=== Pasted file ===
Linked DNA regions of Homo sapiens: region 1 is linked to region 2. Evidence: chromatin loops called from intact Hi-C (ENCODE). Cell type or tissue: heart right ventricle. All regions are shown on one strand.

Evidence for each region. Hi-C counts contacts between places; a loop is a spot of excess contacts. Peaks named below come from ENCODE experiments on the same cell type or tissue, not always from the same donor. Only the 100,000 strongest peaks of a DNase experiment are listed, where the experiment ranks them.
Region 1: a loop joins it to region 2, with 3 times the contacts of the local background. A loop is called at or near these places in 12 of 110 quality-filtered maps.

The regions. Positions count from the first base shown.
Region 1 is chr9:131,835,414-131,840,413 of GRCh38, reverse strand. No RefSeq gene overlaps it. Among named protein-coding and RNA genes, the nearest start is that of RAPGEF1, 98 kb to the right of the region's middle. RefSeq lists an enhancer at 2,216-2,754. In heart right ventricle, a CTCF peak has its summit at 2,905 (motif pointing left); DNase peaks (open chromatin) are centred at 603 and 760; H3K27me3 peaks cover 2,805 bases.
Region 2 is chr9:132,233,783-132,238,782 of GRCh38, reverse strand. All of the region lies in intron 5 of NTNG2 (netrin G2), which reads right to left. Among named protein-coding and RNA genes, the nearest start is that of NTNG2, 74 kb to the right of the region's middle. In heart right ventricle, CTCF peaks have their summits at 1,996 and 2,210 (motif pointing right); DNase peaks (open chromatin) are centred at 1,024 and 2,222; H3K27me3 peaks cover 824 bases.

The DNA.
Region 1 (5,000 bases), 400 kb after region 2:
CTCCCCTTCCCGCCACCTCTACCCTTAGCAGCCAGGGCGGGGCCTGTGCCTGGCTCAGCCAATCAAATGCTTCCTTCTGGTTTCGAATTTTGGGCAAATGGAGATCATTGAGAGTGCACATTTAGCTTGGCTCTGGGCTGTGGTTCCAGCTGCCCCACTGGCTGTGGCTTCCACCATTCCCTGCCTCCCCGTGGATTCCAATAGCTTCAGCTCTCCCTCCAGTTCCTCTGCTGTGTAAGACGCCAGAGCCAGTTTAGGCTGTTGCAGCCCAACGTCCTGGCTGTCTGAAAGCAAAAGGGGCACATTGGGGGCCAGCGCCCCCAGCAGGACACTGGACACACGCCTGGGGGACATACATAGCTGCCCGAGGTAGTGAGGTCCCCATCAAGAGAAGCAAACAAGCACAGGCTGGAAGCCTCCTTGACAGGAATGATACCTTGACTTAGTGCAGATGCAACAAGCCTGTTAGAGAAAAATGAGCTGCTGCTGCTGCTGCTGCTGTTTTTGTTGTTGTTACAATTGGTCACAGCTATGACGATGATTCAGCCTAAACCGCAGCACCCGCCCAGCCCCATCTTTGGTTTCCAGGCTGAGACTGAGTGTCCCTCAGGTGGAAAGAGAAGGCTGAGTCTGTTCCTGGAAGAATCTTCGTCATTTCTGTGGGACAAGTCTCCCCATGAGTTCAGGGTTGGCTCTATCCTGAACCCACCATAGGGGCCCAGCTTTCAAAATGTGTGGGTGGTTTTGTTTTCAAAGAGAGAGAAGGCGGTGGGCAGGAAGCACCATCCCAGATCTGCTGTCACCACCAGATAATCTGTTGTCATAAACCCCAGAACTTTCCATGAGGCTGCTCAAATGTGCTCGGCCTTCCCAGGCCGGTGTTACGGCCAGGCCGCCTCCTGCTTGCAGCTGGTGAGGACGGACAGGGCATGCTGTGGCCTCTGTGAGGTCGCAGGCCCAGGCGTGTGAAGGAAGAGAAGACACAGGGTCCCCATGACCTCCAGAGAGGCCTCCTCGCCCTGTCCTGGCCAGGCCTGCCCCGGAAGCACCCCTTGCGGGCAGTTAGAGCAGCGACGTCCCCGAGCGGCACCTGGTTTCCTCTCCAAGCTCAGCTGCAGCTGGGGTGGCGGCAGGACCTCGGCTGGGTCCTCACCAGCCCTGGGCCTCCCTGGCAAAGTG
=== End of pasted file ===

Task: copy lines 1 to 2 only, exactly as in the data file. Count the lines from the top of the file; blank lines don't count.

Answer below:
Linked DNA regions of Homo sapiens: region 1 is linked to region 2. Evidence: chromatin loops called from intact Hi-C (ENCODE). Cell type or tissue: heart right ventricle. All regions are shown on one strand.

Evidence for each region. Hi-C counts contacts between places; a loop is a spot of excess contacts. Peaks named below come from ENCODE experiments on the same cell type or tissue, not always from the same donor. Only the 100,000 strongest peaks of a DNase experiment are listed, where the experiment ranks them.